Pulitzer Prize winner Michael Chabon’s latest novel “The Yiddish Policemen’s Union,” set in an imagined Jewish homeland in Alaska, has drawn critical raves. But it also elicited a widely discussed New York Post item provocatively titled, “NOVELIST’S UGLY VIEW OF JEWS.”
Barbs flung by the wildly sensationalistic Post are easy to laugh off, and Chabon did just that, telling the rival Daily News: “My mother, when she saw this item in the Post, she was kvelling. She said, ‘Now you know you’ve arrived as a Jewish-American writer. When you’ve been condemned by other Jews as an anti-Semite, you know you’ve made it.’”
Now, however, comes a biting critique from a more reputable corner: Columbia journalism professor and New York Times columnist Samuel Freedman.
Writing in The Jerusalem Post, Freedman calls Chabon’s book “a love letter to exile and dispossession. Its satire has the effect, intended or not, of treating Israel as something simultaneously fanatical and ridiculous.”
Speaking personally, I read the book with so much pleasure that only after the fact did I begin to struggle with its seeming message. No writer’s creativity should be censored for political reasons, and literary fiction of Chabon’s high caliber can and should resist being pinned to the corkboard of real-life parallels. Unlike the Steven Spielberg-Tony Kushner film Munich, which portrayed and interpreted actual events to deliver a clearly anti-Zionist moral, The Yiddish Policemen’s Union traffics in fancy.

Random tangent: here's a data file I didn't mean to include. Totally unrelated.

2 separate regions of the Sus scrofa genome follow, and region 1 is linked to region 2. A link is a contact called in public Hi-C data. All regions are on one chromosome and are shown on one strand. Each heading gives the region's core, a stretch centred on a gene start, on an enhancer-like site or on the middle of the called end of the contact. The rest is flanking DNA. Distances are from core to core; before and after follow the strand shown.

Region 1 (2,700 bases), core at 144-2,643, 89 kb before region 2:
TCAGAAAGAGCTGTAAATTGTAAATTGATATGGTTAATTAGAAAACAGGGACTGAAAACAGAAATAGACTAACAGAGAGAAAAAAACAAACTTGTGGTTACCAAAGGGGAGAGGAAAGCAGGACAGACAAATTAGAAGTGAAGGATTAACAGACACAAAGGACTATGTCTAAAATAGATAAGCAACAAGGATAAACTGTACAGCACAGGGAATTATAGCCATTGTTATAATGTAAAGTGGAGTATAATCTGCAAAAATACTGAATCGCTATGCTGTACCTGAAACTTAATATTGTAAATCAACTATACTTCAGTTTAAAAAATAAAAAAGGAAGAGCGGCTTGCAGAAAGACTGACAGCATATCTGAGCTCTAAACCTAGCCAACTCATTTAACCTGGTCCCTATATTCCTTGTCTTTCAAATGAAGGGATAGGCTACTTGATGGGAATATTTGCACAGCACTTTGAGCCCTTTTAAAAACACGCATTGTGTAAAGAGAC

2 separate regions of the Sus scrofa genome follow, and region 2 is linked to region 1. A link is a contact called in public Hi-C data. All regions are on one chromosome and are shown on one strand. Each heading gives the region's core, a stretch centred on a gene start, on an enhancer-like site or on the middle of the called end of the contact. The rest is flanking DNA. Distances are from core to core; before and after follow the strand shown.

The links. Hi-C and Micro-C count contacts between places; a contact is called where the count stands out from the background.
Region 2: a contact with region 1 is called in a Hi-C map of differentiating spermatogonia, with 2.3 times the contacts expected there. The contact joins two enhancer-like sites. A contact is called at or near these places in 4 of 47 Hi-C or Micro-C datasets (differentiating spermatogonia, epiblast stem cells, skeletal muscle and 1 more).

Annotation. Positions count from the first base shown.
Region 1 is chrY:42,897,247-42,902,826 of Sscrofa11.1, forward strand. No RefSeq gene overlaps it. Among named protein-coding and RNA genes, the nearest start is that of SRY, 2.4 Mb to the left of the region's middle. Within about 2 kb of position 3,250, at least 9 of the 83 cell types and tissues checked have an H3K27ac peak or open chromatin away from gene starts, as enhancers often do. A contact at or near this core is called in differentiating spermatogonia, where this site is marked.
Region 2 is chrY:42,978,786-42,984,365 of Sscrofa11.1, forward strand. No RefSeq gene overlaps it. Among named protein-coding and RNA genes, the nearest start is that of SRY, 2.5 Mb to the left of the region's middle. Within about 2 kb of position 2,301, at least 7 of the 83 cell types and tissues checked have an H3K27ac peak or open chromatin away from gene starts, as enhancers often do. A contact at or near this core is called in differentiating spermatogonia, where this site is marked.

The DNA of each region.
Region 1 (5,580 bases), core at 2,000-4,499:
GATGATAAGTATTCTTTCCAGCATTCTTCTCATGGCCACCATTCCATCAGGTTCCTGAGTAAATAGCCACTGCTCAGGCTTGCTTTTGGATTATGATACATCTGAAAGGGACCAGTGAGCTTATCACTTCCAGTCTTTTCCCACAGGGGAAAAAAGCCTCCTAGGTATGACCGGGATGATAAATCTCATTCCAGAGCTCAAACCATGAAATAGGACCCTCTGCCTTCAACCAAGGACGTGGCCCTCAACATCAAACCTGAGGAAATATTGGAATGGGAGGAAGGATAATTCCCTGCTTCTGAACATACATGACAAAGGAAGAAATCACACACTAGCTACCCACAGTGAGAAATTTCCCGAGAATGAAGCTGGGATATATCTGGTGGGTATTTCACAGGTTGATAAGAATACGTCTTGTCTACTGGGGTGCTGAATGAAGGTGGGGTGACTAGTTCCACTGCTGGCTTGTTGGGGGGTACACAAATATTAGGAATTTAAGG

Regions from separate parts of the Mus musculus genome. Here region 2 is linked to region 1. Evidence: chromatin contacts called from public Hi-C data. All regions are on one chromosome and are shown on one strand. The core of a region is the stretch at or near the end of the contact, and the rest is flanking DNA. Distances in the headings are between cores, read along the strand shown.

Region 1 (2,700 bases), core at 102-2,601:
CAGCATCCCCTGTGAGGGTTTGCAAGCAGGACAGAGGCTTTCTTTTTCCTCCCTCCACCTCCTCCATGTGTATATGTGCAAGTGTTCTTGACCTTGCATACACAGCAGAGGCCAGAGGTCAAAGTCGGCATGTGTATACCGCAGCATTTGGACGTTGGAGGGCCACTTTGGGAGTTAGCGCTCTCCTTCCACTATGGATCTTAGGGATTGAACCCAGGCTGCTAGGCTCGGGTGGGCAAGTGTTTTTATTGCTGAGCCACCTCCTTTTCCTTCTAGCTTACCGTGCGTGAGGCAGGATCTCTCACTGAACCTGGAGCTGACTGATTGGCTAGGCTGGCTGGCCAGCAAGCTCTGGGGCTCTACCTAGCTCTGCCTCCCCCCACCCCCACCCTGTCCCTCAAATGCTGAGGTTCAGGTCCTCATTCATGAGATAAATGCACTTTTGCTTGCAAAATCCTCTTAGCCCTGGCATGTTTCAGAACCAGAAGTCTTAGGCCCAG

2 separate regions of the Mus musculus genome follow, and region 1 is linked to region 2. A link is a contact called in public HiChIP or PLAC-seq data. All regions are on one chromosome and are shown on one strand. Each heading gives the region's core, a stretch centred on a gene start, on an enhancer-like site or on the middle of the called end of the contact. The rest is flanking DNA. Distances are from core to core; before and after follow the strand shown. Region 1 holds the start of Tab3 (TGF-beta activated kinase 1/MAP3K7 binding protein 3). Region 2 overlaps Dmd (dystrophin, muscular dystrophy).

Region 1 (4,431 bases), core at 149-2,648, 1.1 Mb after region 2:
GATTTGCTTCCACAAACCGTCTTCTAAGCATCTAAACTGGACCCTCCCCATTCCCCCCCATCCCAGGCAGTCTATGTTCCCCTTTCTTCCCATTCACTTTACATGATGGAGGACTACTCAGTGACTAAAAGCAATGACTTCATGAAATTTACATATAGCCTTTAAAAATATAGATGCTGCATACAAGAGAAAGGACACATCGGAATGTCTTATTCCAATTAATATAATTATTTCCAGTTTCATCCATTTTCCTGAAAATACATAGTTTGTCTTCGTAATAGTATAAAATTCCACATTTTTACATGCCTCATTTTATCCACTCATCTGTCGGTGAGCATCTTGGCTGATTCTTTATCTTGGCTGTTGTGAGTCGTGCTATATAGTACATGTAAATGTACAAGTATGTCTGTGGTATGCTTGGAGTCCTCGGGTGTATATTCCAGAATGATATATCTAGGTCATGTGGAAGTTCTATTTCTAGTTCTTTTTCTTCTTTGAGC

Yet the fancy has an undeniable point of view. One of the running gags of the novel is the absurdity of shtetl life transplanted into Alaska. Yiddish-language newspapers, slivovitz toasts, a hotel named for Einstein and a street for Nordau — all are meant to laughably underscore how inorganic, how extrinsic Jews are to this land. The unspoken inference is that it is just as unnatural for Jews to have plopped themselves down in a Middle Eastern desert. And when Chabon refers to the Sitka Jews having pushed out the indigenous Tlingit Indians, his metaphor needs no footnote to be understood.
In conclusion, Freedman throws down the gauntlet, contrasting Chabon’s satirical take on the Jewish predicament unfavorably with those of Philip Roth and Anne Roiphe and suggesting that Chabon is “apparently imbued with the belief that Israel is a colonial, imperialistic oppressor.”
Freedman suggests that Chabon’s views on Israel may have been influenced by his wife and fellow literary eminence Ayelet Waldman, who in her youth made aliyah to Israel, and even briefly served in the IDF, before becoming disillusioned and returning to the United States. She has written, “Ask me now and I will tell you that the Zionist dream, the very notion of Eretz Yisrael, the idea and the ideal for which I expected and was prepared to fight, has turned bitter in my mouth.”
Freedman’s full article is here.